My piano teacher always told me you have to know the rules and know how to operate creatively within the rules before you are qualified to artistically break the rules. Break the rules without knowing the rules isn’t creativity – it’s called fumbling around with hardly a clue hoping something works out. It’s amateurism.

This is a Tour: Resources for Writing Espionage
A good collection of resources, some of which are listed here already.

 

Character/Name/Whatever Generators for the Real World

I have an entire collection of generators that I like and use frequently when writing in my Tciona world, but I had to actively search for resources that provided realistic real-world names and details. Maybe this is an instance of the uncanny valley, but most of the real-world generators that I found produced names and characters that were way too artificial. Parents agonize (at least most parents I have ever known) over the names of their children, trying to match their hopes for the new child with family beliefs and traditions and popular trends. A child’s name is a stamp of history, hope, and intent, and is very much a non-random thing. Random generators produce results that are probably not truly random in the mathematical sense, but certainly don’t have the same depth of meaning that real names do. There are a lot of generators out there, and I spent hours trying them out.  Most of them were crap.  At least for what I was looking for.  Here are the ones I hated the least.

Random Teen Generator

Corporation Generator
Some of the names are really stupid, but there are some great gems.

Character Cast Generator

Quick Character Generator

Location and Setting Generators

Quick Character Generator
I remixed results from this generator with ages and jobs I already had in mind to create several of my characters.

Murder Mystery Victim Generator

Character Motivation Generator

Basic Character Appearance Generator

Character Flaws and Weaknesses Generator

Character Interests Generator

 

Writing Non-Stupid, Non-Boring Sex Scenes

I really think that this is the kind of thing that is very largely about personal taste (or complete lack of it). I think of Katsuki, one of the main characters from the manga Katsu!, who when asked what kind of pornography he prefers answered that he liked pictures where you could kindof see, but kindof not see. For me, the most effective and sex in fiction lets you know what happened and how it affected who, and the emotions and results involved, without actually telling you what happened. L.E. Modesitt, Jr. Is a good example of this. Greg Mathews (e.g. Little Red Rooster) is probably an example of the opposite but the same, where you get every detail and then how it affects each character and the story emotionally. So take these resources (presented really without comment because of the somewhat subjective nature and my own preferences on the subject) as you will. UPDATE: The Bond novels also do a pretty good job of being sexy and sexual without the actual sex.

How to Write About Sex Without Being Boring

How to Write a Sex Scene

How to Write a Good Sex Scene

How to Write a Sex Scene

Twenty Steps to Writing Great Love Scenes

How to Write Sex Scenes When You’re a Prude with Misha Crews
Warning: I know I said I wouldn’t comment, but just a warning that this is a romance-novel-centric source. You have been warned.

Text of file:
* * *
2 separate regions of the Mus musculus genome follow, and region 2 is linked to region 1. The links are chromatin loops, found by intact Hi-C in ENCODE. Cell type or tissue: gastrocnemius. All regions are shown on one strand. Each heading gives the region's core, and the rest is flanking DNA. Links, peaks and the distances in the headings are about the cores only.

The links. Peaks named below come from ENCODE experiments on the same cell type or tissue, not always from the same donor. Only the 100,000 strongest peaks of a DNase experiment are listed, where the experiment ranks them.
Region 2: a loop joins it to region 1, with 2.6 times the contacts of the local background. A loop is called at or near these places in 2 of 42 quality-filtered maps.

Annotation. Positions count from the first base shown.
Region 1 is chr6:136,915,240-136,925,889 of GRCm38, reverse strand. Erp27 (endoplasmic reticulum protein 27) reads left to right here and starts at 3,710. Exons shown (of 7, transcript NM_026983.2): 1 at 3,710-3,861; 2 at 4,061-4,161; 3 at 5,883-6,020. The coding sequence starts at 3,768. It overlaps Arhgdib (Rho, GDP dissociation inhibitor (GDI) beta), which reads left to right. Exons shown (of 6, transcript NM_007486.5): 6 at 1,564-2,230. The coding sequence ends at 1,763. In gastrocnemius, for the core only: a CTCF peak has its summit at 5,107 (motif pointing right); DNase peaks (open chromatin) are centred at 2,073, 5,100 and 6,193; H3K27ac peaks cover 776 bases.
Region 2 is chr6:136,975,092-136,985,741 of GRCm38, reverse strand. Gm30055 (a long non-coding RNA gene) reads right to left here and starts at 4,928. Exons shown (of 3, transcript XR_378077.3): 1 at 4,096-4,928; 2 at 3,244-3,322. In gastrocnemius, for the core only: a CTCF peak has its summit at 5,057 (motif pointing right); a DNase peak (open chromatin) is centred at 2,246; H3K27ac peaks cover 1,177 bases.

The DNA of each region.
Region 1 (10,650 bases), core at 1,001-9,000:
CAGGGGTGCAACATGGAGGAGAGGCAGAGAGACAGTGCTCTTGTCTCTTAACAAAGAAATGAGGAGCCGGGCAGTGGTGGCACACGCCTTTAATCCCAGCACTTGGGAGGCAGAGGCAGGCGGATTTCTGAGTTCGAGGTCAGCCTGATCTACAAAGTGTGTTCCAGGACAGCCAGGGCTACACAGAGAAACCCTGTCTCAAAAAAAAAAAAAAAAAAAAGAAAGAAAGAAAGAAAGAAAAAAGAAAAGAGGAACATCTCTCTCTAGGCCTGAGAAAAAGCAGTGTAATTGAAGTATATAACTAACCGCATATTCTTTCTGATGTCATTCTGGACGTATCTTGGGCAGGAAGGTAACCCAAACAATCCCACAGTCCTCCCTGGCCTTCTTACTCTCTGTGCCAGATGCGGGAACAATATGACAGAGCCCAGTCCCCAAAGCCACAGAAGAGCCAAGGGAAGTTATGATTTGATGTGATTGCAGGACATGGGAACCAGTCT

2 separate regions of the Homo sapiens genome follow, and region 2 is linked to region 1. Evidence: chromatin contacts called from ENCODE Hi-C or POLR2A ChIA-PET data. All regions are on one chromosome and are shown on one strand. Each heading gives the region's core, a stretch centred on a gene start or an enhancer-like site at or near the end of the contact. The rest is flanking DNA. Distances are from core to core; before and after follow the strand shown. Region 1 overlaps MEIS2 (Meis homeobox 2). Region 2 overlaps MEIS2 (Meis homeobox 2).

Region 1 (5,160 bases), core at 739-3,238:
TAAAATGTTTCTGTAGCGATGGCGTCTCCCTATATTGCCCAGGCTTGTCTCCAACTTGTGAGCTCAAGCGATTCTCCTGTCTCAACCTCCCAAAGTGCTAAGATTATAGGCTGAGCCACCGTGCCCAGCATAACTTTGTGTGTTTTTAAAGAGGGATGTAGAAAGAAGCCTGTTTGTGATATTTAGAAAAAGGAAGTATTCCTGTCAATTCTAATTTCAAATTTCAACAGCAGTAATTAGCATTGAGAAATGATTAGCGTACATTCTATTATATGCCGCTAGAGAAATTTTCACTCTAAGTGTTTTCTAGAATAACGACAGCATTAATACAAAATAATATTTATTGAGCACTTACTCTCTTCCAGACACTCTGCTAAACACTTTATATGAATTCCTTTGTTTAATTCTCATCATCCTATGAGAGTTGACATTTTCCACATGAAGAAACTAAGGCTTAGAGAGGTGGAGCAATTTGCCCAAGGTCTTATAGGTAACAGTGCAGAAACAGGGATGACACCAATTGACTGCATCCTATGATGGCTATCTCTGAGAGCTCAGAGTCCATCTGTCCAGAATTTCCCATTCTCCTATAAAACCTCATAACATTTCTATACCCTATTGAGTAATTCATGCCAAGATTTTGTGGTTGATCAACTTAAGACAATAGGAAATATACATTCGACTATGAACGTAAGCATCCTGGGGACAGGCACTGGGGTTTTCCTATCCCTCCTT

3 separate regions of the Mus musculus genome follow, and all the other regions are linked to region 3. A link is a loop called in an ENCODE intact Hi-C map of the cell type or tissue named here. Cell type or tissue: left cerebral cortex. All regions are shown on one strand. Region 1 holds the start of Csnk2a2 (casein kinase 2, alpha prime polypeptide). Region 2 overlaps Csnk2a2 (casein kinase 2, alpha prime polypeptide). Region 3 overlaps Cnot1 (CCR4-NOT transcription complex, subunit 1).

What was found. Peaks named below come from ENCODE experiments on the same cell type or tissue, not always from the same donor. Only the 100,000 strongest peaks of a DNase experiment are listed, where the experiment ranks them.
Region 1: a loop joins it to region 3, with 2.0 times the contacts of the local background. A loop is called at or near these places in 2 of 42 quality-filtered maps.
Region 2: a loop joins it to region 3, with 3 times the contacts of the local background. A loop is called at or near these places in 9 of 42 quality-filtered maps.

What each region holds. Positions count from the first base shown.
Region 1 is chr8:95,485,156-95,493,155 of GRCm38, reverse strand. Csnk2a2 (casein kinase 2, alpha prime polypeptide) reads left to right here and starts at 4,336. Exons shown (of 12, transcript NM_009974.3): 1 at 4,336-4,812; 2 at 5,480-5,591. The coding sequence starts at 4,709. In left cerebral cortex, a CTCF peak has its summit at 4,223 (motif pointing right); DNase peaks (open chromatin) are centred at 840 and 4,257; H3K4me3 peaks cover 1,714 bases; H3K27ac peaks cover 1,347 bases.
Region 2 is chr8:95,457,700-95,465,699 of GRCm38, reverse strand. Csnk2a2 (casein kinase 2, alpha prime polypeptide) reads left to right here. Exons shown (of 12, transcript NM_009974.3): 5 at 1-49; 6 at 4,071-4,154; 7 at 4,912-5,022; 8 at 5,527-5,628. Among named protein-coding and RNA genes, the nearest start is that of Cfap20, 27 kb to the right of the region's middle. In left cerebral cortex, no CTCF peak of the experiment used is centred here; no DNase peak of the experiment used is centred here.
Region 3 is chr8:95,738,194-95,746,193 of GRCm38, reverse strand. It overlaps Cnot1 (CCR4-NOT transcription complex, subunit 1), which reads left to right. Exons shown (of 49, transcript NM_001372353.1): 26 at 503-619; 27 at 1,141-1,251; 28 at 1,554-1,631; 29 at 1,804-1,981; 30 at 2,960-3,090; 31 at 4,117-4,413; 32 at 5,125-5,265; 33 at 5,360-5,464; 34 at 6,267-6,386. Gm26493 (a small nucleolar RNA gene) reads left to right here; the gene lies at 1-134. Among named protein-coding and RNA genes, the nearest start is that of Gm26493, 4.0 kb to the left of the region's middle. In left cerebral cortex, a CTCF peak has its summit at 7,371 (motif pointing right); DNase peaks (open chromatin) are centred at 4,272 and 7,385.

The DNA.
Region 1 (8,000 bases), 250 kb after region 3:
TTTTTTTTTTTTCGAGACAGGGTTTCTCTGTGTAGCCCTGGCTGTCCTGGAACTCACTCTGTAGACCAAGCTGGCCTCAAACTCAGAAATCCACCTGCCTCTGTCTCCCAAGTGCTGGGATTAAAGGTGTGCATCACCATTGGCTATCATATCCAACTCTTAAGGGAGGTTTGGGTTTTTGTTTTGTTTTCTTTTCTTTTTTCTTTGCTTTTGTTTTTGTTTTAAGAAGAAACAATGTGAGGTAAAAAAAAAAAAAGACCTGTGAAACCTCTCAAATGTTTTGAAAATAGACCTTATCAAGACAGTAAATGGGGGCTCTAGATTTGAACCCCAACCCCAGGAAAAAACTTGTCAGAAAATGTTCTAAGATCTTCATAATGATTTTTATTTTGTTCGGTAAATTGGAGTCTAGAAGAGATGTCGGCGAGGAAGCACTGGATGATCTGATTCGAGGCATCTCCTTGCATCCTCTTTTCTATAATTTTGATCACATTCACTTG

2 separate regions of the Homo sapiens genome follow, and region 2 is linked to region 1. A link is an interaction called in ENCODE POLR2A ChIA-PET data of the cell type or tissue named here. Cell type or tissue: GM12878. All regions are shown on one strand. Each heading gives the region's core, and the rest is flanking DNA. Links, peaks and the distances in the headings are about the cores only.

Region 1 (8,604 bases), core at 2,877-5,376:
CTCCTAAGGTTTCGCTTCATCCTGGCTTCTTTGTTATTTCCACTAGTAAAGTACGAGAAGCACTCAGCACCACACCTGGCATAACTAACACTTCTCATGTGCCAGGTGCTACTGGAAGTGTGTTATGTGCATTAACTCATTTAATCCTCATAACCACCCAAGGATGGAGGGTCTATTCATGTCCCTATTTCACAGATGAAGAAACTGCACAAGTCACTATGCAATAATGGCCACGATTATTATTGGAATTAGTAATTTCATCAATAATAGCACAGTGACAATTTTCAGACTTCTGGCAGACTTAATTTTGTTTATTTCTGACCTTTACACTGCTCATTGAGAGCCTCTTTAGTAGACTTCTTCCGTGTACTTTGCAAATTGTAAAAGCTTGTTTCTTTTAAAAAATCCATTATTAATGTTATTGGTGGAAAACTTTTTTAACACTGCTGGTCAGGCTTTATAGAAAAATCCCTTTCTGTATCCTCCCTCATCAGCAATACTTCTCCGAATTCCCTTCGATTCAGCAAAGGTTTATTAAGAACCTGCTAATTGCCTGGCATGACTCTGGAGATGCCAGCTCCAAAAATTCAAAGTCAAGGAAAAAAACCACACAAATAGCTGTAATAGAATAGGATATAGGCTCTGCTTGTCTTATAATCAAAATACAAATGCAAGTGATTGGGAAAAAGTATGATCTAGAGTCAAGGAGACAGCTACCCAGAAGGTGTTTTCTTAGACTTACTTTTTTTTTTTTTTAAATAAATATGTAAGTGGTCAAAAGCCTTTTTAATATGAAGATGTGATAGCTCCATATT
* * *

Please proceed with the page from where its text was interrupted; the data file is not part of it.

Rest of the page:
So You Want To: Write A Sex Scene

How to Write Sex Scenes: The 12-Step Program

 

Other Stuff

Espionage Tropes
A really great list of all the things that make espionage fiction what it is. Use this list to make sure you aren’t just like everything else out there. Or maybe use this list to make sure you fight perfectly into the genre. Or use the list to wrap fish in. It’s all up to you.

11 Character Flaws to Use in Your Script Right Now
The character profile template I use has an entire section to develop character flaws. This was one of the resources I used to create a pick-list to fill that section out.

Archetypes that Make Your Story Resonate
Spy fiction makes strong use of several archetypes.

Outline Your Novel in 30 Minutes
Outlining/plot development is actually one of my strong areas. The biggest problem is that I tend to get very detailed before I’ve written anything. Because this was supposed to be a relaxing side project, I wanted to get my outline down quickly and get to writing. This page helped.

So You Want to Have an Attractive Character
I have read characters that I absolutely fell in love with. There is at least one that I read as a young teenager that I probably still have a crush on. And yet it is interesting how sometimes the harder you try to write a character that is irresistible, the more flat that character seems. This page gives some tips. Not silver bullets, but helpful all the same.

Mindsets and Rationales that Lend Well to Villainy
Because the biggest thing I always thought watching Bond movies growing up was “What in the world would cause someone to self-identify as a villain?” I mean, really, are there just some people who aspire to being really bad? Are there people who think villain means hero and they just haven’t gotten the Webster memo yet? This page describes some of the mindsets that villains might have.

Generate Your Own Spy Novel Title
Because they’re all named the same anyway.

Mad Lib Thriller Title Generator
Same reason.

Who are the Master Spy Novelists?
See the tip above that the first step is writing better is to read.

 

Credits

CC-License: CC BY
Photo: Markus Spiske / www.temporausch.com